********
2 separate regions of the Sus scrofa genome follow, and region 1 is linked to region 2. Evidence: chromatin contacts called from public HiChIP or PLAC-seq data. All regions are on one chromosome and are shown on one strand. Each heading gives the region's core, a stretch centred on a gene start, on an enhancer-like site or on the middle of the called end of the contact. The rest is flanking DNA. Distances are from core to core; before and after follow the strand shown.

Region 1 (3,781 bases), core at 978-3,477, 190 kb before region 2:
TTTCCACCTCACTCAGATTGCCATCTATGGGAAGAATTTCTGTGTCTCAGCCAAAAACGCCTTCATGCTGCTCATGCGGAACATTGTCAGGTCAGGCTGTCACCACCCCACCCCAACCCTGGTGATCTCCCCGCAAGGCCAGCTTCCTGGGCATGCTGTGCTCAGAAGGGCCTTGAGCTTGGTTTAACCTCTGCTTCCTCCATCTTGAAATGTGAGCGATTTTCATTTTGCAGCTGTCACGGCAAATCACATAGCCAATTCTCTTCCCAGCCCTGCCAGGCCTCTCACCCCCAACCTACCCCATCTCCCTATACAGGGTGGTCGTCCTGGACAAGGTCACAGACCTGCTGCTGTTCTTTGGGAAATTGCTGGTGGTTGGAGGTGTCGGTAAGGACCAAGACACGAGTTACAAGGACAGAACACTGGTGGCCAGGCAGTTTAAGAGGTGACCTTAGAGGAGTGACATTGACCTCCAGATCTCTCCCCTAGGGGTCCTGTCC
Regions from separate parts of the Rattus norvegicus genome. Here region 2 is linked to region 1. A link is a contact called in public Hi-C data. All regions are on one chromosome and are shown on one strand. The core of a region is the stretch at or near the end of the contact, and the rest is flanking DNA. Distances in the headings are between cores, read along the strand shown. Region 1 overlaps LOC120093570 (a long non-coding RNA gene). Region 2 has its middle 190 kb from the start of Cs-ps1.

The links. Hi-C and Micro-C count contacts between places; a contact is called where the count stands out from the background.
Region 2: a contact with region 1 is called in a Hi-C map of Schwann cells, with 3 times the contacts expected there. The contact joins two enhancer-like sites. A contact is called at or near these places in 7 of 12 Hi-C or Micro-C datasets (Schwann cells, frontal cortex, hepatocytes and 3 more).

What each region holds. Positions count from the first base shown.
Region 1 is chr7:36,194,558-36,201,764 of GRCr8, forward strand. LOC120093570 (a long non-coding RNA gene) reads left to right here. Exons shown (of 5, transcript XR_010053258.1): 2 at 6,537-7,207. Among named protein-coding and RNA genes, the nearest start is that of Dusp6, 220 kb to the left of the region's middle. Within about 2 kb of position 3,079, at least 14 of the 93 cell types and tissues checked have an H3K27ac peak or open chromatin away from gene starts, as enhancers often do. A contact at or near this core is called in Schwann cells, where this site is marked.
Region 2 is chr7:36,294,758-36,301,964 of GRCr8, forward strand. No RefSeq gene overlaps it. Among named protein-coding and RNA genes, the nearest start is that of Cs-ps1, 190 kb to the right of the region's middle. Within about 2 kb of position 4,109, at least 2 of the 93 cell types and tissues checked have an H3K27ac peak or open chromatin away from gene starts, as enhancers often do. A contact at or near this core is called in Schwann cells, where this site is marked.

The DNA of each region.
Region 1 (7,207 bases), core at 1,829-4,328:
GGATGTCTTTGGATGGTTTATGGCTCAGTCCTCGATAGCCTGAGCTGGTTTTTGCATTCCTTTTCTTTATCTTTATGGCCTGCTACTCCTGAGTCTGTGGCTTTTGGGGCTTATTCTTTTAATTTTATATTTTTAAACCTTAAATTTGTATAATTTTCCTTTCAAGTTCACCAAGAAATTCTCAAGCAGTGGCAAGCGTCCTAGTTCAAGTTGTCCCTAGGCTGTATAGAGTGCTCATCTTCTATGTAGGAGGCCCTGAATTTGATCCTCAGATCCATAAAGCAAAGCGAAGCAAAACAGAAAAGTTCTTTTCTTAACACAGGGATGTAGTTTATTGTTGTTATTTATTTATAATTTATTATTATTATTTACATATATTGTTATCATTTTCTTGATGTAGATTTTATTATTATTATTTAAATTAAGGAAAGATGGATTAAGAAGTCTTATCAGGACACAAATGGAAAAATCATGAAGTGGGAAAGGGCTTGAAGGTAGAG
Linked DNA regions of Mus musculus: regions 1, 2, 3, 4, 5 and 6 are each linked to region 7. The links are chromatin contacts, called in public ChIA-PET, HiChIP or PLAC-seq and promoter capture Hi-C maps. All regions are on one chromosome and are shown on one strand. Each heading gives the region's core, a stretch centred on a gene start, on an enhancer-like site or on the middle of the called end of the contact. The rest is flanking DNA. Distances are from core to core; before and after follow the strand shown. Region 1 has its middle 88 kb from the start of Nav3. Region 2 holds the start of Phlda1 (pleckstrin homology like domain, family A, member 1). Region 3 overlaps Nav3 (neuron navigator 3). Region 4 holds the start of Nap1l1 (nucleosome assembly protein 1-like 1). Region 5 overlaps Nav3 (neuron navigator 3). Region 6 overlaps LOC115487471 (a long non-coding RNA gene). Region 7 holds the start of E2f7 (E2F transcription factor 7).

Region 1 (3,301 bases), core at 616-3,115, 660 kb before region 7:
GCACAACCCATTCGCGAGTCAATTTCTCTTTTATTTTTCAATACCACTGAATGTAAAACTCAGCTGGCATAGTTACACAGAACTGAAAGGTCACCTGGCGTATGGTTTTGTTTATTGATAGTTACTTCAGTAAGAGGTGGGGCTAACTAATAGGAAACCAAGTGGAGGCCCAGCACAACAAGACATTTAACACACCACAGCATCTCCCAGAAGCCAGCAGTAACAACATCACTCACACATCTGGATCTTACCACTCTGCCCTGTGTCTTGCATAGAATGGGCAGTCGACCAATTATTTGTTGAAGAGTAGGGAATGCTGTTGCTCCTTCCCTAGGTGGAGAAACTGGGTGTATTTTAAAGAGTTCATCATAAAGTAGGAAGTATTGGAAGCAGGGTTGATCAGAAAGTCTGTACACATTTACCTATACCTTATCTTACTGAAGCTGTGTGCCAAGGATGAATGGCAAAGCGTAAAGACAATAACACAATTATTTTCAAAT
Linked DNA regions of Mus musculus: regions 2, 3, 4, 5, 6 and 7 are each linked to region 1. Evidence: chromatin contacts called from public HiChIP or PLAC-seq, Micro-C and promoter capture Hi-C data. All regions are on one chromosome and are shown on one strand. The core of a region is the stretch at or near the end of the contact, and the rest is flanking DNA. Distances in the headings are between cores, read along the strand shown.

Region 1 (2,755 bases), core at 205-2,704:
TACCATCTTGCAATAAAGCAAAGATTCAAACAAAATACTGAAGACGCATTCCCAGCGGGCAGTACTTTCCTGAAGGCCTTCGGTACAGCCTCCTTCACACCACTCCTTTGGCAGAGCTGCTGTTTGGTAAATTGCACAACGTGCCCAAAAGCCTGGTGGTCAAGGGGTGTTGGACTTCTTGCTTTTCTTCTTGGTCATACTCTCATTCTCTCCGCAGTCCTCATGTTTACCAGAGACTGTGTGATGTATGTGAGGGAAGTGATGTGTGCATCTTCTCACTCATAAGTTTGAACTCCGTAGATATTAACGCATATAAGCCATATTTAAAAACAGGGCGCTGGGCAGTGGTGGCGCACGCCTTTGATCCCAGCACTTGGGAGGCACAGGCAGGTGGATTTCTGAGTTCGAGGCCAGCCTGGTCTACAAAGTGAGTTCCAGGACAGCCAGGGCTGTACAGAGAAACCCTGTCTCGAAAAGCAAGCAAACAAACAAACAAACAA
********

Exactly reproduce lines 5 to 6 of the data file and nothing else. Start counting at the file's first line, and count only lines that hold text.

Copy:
The links. Hi-C and Micro-C count contacts between places; a contact is called where the count stands out from the background.
Region 2: a contact with region 1 is called in a Hi-C map of Schwann cells, with 3 times the contacts expected there. The contact joins two enhancer-like sites. A contact is called at or near these places in 7 of 12 Hi-C or Micro-C datasets (Schwann cells, frontal cortex, hepatocytes and 3 more).